"Apprehesion mixed with elation," (Mary Oppen writes), "as we disembarked at Baltimore and began the drive to New York City. As we approached the first stoplight, grown men, respectable men--our fathers--stepped forward to ask for a nickle, rag in hand, to wipe our windshield. This ritual was repeated every time we paused, until we felt we were in a nightmare, our fathers impoverished."

In 1935 the Oppens turned their backs on their lives as artists and for the next five years worked as strike organizers, first in Brooklyn and later in Utica, New York, for the Communist Party of the United States of America.

According to Mary Oppen,

 "we decided to work with the Communist Party, not as artist or writer because we did not find honesty or sincerity in the so-called arts of the left....We said to each other, 'Let's work with the unemployed and leave our other interest in the arts for a later time'"

Oppen's own explanation to L.S. Dembo in 1968 is more to the point: "If you do something politically, you do something that has political efficacy. And if you decide to write poetry, then you write poetry, not something that you hope, or deceive yourself into believing, can save people who are suffering...In a way I gave up poetry because of the pressures of what for the moment I'll call conscience."

The "later time" did not occur until 1958. The years of political activism were followed by the birth of the Oppens' daughter Linda. Oppen then worked as a die cutter in a factory until 1942 when he was drafted into the United States Army. Shortly before V-E day, he suffered multiple wounds from an exploding shell. After the war, the Oppens settled in Huntington Beach, California where Oppen employed himself first as a housing contractor then as a maker of hi-fi cabinets. Oppen was forced to give up his business and flee to Mexico with his family in 1950, after the FBI(click here) began to threaten him and Mary with imprisonment for their refusal to betray their friends.

Soon after arriving in Mexico City, Oppen joined with a native of Mexico in operating a furniture factory and entertained thoughts of entering the Mexican real estate market. Those thoughts were put to rest when Oppen wrote his first poem in twenty-five years. In 1958, he and Mary returned to New York City where they lived until the late 1960s. Throughout the 1970s, until Oppen's affliction with Alzheimer's disease prohibited his travelling, the Oppens spent their summer months on Deer Isle, Maine and the rest of the year in San Francisco.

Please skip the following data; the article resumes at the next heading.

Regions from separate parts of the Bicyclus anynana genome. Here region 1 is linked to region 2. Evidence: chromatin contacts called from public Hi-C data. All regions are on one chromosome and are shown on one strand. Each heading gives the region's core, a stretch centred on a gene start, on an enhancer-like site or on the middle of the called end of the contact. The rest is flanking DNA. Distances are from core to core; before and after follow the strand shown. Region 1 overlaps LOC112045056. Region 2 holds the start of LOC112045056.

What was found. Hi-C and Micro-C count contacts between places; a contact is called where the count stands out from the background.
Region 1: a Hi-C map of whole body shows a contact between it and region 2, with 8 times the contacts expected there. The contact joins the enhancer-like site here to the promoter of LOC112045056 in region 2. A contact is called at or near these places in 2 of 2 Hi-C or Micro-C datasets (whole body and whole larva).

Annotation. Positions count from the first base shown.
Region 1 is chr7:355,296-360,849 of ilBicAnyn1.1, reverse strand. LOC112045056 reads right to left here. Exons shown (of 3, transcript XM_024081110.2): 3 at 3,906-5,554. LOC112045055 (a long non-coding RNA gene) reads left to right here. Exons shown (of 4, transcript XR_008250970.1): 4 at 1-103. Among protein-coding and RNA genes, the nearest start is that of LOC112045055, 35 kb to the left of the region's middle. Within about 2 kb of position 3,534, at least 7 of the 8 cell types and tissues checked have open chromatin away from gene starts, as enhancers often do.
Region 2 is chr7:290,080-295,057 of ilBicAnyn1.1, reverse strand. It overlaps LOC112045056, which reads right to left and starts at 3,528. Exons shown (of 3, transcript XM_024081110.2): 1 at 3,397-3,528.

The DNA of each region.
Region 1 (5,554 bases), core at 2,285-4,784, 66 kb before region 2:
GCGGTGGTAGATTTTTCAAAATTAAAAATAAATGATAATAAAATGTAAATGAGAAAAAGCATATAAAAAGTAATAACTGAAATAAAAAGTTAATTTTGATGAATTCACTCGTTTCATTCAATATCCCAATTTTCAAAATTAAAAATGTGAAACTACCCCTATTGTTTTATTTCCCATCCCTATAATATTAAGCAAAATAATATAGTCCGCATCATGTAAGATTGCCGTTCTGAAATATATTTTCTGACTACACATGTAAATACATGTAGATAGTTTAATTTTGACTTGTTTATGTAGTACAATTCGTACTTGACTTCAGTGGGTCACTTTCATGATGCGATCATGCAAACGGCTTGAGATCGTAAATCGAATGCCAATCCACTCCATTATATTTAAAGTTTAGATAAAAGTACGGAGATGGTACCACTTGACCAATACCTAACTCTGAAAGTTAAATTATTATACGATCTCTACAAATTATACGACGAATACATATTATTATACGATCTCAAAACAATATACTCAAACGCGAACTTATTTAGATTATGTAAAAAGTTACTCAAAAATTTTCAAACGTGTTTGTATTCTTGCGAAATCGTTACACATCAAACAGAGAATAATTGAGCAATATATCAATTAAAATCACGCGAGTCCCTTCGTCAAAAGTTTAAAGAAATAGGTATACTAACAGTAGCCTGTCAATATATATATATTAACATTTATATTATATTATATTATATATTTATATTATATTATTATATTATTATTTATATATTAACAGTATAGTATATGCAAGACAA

It is difficult to say whether Oppen's return to writing poetry signifies the synthesis of his artistic and political impulses or his confession that political activism is no more useful to changing the world than art is. Regardless of how critics have responded to this question, they typically share the opinion that Oppen's return to writing resulted in the production of a formidible and important collection of poetry "whose craft and inquiring intelligence are a significant influence on contemporary American poetry."

In 1962 Oppen published The Materials, his second collection of verse. It was followed three years later by This is Which (1965). In 1968, his third collection of verse, Of Being Numerous, was awarded the Pulitzer Prize. Seascape: Needle's Eye was published in 1972 and was followed in 1973 with the appearance of the Fulcrum Press edition of his Collected Poems. In 1975, New Directions brought out a more complete edition of Oppen's collected work, which also included a section of the work titled "Myth of the Blaze." Finally, Oppen's last collection, Primitive, which was edited by Mary Oppen, appeared in 1978.

-from the Geisel Library, UCSD